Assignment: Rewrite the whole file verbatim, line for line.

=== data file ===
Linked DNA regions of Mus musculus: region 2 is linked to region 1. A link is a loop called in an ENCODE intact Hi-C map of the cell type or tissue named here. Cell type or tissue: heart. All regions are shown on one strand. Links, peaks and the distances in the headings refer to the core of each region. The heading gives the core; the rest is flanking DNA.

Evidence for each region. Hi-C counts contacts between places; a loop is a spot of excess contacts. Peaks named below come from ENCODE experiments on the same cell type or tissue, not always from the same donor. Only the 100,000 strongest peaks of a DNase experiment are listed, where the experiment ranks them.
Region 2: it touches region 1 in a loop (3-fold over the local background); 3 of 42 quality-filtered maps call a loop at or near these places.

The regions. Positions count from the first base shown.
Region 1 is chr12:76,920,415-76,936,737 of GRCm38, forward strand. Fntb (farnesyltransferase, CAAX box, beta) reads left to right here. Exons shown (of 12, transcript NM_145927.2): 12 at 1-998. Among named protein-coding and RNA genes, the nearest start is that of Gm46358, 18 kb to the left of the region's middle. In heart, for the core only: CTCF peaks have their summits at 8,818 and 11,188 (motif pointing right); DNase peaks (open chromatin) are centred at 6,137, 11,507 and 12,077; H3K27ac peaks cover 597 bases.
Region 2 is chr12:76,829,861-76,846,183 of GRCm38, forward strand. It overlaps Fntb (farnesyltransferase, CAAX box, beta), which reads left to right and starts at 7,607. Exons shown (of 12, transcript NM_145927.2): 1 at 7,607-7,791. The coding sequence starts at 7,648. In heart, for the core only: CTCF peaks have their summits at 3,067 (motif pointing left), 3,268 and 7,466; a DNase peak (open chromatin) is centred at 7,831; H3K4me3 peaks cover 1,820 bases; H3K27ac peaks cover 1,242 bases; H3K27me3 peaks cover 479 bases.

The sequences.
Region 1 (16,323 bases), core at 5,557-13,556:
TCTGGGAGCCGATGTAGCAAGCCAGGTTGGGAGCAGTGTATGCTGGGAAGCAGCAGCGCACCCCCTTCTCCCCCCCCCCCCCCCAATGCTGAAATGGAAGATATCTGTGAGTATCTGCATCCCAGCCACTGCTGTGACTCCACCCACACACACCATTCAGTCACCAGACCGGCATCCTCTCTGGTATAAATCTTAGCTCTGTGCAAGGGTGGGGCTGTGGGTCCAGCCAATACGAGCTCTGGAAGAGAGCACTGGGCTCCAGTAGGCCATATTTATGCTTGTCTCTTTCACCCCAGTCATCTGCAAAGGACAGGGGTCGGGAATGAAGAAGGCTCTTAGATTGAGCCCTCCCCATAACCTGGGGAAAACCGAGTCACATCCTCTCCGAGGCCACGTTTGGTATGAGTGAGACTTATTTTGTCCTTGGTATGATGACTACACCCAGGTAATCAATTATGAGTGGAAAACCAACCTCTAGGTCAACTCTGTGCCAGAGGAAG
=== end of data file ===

Linked DNA regions of Mus musculus: region 2 is linked to region 1. A link is a loop called in an ENCODE intact Hi-C map of the cell type or tissue named here. Cell type or tissue: heart. All regions are shown on one strand. Links, peaks and the distances in the headings refer to the core of each region. The heading gives the core; the rest is flanking DNA.

Evidence for each region. Hi-C counts contacts between places; a loop is a spot of excess contacts. Peaks named below come from ENCODE experiments on the same cell type or tissue, not always from the same donor. Only the 100,000 strongest peaks of a DNase experiment are listed, where the experiment ranks them.
Region 2: it touches region 1 in a loop (3-fold over the local background); 3 of 42 quality-filtered maps call a loop at or near these places.

The regions. Positions count from the first base shown.
Region 1 is chr12:76,920,415-76,936,737 of GRCm38, forward strand. Fntb (farnesyltransferase, CAAX box, beta) reads left to right here. Exons shown (of 12, transcript NM_145927.2): 12 at 1-998. Among named protein-coding and RNA genes, the nearest start is that of Gm46358, 18 kb to the left of the region's middle. In heart, for the core only: CTCF peaks have their summits at 8,818 and 11,188 (motif pointing right); DNase peaks (open chromatin) are centred at 6,137, 11,507 and 12,077; H3K27ac peaks cover 597 bases.
Region 2 is chr12:76,829,861-76,846,183 of GRCm38, forward strand. It overlaps Fntb (farnesyltransferase, CAAX box, beta), which reads left to right and starts at 7,607. Exons shown (of 12, transcript NM_145927.2): 1 at 7,607-7,791. The coding sequence starts at 7,648. In heart, for the core only: CTCF peaks have their summits at 3,067 (motif pointing left), 3,268 and 7,466; a DNase peak (open chromatin) is centred at 7,831; H3K4me3 peaks cover 1,820 bases; H3K27ac peaks cover 1,242 bases; H3K27me3 peaks cover 479 bases.

The sequences.
Region 1 (16,323 bases), core at 5,557-13,556:
TCTGGGAGCCGATGTAGCAAGCCAGGTTGGGAGCAGTGTATGCTGGGAAGCAGCAGCGCACCCCCTTCTCCCCCCCCCCCCCCCAATGCTGAAATGGAAGATATCTGTGAGTATCTGCATCCCAGCCACTGCTGTGACTCCACCCACACACACCATTCAGTCACCAGACCGGCATCCTCTCTGGTATAAATCTTAGCTCTGTGCAAGGGTGGGGCTGTGGGTCCAGCCAATACGAGCTCTGGAAGAGAGCACTGGGCTCCAGTAGGCCATATTTATGCTTGTCTCTTTCACCCCAGTCATCTGCAAAGGACAGGGGTCGGGAATGAAGAAGGCTCTTAGATTGAGCCCTCCCCATAACCTGGGGAAAACCGAGTCACATCCTCTCCGAGGCCACGTTTGGTATGAGTGAGACTTATTTTGTCCTTGGTATGATGACTACACCCAGGTAATCAATTATGAGTGGAAAACCAACCTCTAGGTCAACTCTGTGCCAGAGGAAG